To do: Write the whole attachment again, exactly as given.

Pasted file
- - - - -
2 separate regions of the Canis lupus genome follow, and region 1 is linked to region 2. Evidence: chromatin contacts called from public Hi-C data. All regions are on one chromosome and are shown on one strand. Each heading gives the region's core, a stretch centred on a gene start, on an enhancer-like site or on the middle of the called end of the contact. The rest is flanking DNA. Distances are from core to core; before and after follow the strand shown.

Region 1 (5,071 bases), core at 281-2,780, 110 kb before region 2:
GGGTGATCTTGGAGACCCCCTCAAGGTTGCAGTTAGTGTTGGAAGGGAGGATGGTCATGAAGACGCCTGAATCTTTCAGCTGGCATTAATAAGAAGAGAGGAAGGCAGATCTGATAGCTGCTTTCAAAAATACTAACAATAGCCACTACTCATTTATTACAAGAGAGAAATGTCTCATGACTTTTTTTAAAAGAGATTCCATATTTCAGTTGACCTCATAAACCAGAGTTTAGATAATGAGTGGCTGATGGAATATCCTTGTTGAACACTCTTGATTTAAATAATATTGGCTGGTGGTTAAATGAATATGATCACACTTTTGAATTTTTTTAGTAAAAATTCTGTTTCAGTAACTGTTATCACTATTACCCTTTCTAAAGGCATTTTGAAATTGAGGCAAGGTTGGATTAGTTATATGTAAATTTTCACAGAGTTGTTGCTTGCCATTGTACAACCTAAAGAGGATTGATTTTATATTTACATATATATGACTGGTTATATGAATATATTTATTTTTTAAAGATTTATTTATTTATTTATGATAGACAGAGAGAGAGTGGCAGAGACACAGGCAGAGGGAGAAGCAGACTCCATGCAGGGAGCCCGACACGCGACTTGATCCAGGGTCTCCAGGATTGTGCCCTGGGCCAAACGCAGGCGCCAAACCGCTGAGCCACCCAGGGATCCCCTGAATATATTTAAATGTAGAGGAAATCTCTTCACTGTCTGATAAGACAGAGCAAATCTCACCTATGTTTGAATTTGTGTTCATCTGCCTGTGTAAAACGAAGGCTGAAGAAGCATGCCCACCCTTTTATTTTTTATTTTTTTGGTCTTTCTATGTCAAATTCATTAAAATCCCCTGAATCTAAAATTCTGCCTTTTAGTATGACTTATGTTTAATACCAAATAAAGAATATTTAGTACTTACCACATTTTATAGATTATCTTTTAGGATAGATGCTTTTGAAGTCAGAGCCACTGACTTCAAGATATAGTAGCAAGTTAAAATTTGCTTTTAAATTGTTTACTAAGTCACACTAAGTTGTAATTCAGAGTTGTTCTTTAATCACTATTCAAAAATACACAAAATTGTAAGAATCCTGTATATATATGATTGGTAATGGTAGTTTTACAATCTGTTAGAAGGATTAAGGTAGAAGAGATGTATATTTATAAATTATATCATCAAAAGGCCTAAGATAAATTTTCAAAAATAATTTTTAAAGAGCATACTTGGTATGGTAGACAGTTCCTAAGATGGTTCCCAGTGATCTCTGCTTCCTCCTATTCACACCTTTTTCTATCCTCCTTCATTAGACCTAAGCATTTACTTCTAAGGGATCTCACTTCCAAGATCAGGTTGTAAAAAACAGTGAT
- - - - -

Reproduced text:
2 separate regions of the Canis lupus genome follow, and region 1 is linked to region 2. Evidence: chromatin contacts called from public Hi-C data. All regions are on one chromosome and are shown on one strand. Each heading gives the region's core, a stretch centred on a gene start, on an enhancer-like site or on the middle of the called end of the contact. The rest is flanking DNA. Distances are from core to core; before and after follow the strand shown.

Region 1 (5,071 bases), core at 281-2,780, 110 kb before region 2:
GGGTGATCTTGGAGACCCCCTCAAGGTTGCAGTTAGTGTTGGAAGGGAGGATGGTCATGAAGACGCCTGAATCTTTCAGCTGGCATTAATAAGAAGAGAGGAAGGCAGATCTGATAGCTGCTTTCAAAAATACTAACAATAGCCACTACTCATTTATTACAAGAGAGAAATGTCTCATGACTTTTTTTAAAAGAGATTCCATATTTCAGTTGACCTCATAAACCAGAGTTTAGATAATGAGTGGCTGATGGAATATCCTTGTTGAACACTCTTGATTTAAATAATATTGGCTGGTGGTTAAATGAATATGATCACACTTTTGAATTTTTTTAGTAAAAATTCTGTTTCAGTAACTGTTATCACTATTACCCTTTCTAAAGGCATTTTGAAATTGAGGCAAGGTTGGATTAGTTATATGTAAATTTTCACAGAGTTGTTGCTTGCCATTGTACAACCTAAAGAGGATTGATTTTATATTTACATATATATGACTGGTTATATGAATATATTTATTTTTTAAAGATTTATTTATTTATTTATGATAGACAGAGAGAGAGTGGCAGAGACACAGGCAGAGGGAGAAGCAGACTCCATGCAGGGAGCCCGACACGCGACTTGATCCAGGGTCTCCAGGATTGTGCCCTGGGCCAAACGCAGGCGCCAAACCGCTGAGCCACCCAGGGATCCCCTGAATATATTTAAATGTAGAGGAAATCTCTTCACTGTCTGATAAGACAGAGCAAATCTCACCTATGTTTGAATTTGTGTTCATCTGCCTGTGTAAAACGAAGGCTGAAGAAGCATGCCCACCCTTTTATTTTTTATTTTTTTGGTCTTTCTATGTCAAATTCATTAAAATCCCCTGAATCTAAAATTCTGCCTTTTAGTATGACTTATGTTTAATACCAAATAAAGAATATTTAGTACTTACCACATTTTATAGATTATCTTTTAGGATAGATGCTTTTGAAGTCAGAGCCACTGACTTCAAGATATAGTAGCAAGTTAAAATTTGCTTTTAAATTGTTTACTAAGTCACACTAAGTTGTAATTCAGAGTTGTTCTTTAATCACTATTCAAAAATACACAAAATTGTAAGAATCCTGTATATATATGATTGGTAATGGTAGTTTTACAATCTGTTAGAAGGATTAAGGTAGAAGAGATGTATATTTATAAATTATATCATCAAAAGGCCTAAGATAAATTTTCAAAAATAATTTTTAAAGAGCATACTTGGTATGGTAGACAGTTCCTAAGATGGTTCCCAGTGATCTCTGCTTCCTCCTATTCACACCTTTTTCTATCCTCCTTCATTAGACCTAAGCATTTACTTCTAAGGGATCTCACTTCCAAGATCAGGTTGTAAAAAACAGTGAT